Dear Creepy Guy on the Internet:
Please stop it.
I realize that I write a (satirical) sex column and blog about my life and you might think that’s an invitation to send me creepy emails, but it’s really not. At all. You continue to try to contact me and I continue to ignore you. You send me strange messages that scare me. I realize you’re probably not aware of how you’re affecting other people but you probably need to seek help. And I’m not the person to help you. Talk to your parents. See a doctor. Please. Because my guess is that I’m not the only woman who you’re emailing. And I’m probably not the only one that you’re scaring.
Let me assure you, you don’t know me, and the things you write make my family and myself very, very uncomfortable. I know that’s not your intention but if you don’t stop, I will contact the police.
A special message for everyone reading this: If you recognize yourself in this letter then you need to look at your actions. If you’re sending numerous suggestive messages to someone who is clearly not responding to you then you’re harassing them. If you find yourself sending emails to girls assuring them that you “don’t mean to scare them” or “would never hurt them” then you’re already over the line. Just stop.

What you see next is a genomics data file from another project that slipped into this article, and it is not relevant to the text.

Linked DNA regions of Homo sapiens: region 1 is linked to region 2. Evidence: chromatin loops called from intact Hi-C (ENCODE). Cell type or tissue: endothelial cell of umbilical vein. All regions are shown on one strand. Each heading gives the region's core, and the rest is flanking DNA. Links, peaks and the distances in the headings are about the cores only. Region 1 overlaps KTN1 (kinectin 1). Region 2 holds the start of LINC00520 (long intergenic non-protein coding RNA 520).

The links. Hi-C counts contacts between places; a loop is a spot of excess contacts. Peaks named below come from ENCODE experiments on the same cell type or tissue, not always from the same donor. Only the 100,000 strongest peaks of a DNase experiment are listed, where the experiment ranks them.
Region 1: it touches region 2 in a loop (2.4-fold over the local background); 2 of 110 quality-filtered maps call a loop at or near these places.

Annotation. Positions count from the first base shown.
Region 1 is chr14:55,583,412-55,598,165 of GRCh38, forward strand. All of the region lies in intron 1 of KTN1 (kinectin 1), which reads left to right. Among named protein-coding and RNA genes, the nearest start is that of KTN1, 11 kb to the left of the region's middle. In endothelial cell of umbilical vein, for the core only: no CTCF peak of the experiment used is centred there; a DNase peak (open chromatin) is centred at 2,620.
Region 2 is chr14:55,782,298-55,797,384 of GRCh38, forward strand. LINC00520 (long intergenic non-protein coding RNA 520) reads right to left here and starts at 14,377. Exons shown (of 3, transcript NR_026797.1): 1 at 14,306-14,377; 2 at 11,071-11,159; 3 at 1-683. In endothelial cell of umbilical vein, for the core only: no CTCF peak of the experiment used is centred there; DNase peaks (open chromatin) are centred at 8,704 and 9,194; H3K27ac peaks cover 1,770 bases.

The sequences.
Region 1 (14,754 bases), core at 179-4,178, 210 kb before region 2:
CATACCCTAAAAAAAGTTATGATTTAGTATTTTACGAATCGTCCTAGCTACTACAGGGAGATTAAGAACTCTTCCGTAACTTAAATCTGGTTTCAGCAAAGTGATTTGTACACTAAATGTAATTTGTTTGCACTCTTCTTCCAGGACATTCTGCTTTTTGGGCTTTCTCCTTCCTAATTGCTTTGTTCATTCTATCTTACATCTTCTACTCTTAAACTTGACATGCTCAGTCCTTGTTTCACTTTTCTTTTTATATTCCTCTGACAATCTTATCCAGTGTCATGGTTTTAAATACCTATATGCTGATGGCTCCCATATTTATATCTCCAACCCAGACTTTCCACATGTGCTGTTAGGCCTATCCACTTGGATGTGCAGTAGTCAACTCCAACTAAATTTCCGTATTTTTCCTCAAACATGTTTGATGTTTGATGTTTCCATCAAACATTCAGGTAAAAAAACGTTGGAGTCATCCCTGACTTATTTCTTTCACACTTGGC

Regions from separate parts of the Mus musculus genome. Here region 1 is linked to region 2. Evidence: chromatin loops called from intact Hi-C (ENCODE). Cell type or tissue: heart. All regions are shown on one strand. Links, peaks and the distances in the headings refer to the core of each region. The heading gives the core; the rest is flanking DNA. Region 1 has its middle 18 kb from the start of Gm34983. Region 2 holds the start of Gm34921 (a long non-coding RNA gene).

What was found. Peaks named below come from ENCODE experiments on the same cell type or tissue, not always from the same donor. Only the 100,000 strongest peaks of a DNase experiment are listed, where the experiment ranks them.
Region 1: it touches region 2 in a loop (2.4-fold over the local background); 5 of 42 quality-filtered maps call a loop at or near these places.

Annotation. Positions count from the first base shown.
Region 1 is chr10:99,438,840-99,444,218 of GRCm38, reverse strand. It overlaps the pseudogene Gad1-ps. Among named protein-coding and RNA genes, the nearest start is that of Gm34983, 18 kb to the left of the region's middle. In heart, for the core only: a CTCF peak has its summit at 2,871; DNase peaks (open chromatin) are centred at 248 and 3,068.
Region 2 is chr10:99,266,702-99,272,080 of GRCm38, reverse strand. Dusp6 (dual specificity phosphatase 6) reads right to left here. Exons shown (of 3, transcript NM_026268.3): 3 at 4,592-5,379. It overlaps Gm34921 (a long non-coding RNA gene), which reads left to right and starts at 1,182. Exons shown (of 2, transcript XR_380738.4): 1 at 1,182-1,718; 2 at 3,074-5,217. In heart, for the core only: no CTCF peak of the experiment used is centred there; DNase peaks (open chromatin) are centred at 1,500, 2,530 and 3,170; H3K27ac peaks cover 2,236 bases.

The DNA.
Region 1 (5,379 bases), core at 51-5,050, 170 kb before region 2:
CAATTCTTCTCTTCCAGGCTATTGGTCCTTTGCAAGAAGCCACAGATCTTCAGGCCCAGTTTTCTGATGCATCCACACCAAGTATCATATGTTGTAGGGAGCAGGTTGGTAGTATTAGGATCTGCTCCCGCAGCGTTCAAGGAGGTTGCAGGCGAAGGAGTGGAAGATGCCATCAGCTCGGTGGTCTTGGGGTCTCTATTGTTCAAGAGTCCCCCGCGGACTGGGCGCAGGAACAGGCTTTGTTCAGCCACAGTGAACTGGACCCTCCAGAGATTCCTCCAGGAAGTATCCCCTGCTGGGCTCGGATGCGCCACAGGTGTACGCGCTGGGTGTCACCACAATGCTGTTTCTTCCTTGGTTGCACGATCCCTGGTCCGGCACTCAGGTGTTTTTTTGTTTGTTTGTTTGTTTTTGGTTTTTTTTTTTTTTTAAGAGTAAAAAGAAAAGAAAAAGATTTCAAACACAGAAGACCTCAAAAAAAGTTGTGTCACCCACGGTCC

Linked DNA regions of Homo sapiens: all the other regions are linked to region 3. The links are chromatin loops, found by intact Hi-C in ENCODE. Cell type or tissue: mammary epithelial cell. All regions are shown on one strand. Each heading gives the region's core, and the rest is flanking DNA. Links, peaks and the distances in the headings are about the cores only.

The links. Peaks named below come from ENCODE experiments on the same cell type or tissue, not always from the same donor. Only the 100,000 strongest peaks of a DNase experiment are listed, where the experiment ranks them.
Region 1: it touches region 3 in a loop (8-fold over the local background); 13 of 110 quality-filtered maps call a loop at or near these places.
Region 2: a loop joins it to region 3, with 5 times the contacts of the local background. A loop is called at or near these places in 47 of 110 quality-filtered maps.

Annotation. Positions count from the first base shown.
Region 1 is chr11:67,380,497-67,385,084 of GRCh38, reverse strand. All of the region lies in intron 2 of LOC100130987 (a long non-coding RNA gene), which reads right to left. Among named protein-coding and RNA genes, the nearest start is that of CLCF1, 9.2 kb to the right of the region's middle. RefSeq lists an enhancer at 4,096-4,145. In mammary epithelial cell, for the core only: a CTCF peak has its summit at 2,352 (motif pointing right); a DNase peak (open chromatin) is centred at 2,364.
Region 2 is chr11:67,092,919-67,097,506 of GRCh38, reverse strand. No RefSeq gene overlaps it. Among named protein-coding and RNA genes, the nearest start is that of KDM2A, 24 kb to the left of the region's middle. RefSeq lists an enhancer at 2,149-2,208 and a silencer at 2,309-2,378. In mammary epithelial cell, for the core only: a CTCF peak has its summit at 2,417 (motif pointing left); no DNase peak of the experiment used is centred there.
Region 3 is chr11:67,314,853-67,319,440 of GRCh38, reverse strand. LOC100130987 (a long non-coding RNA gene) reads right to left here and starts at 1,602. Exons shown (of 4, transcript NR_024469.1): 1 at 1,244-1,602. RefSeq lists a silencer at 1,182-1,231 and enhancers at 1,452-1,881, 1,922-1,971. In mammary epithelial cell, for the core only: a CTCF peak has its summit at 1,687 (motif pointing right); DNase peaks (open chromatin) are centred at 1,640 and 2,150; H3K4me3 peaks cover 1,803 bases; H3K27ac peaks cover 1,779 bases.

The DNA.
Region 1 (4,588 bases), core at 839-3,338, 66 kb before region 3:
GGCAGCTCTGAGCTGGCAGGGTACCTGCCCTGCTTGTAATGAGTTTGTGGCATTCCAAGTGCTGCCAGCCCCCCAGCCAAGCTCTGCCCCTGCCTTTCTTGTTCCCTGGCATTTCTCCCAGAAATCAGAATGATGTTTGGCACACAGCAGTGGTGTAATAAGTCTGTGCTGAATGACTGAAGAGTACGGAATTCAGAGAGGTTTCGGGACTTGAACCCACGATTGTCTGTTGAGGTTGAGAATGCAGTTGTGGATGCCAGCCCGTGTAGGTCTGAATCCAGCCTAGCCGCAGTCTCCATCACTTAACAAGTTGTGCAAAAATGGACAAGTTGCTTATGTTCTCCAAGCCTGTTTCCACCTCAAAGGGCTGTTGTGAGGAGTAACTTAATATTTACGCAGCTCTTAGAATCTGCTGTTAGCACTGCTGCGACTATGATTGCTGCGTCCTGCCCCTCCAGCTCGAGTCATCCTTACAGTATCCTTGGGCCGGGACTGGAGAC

Not every girl is strong enough to confront someone they’re afraid of, and in many cases the person harassing them may be mentally ill and responding to them can exacerbate the problem. If you’re a girl (or guy) being harassed by someone (whether it’s a friend, family member, stranger, or someone online), tell someone else. Tell your parents. Tell your school counselor. Tell your spouse. So often we allow people to frighten us because we’re brought up to “not make a scene” or to brush it off because “some people are just different.” And it’s true that some people are different in wonderful ways, but there are also some people who are different in dangerous ways, and you shouldn’t have to deal with them alone. It’s sometimes hard to tell the difference between a harmless guy who just can’t read social cues versus someone who is truly unstable or even violent, and talking about it to friends and family can help you in determining this. It’s not your fault that this started. I know you might feel like it is, but it isn’t. It’s not your fault. And letting your friends and family know what’s happening is the responsible thing to do and they can help you stop it. If not for you, then do it for the next girl he turns his attentions toward. We’re all in this together, after all.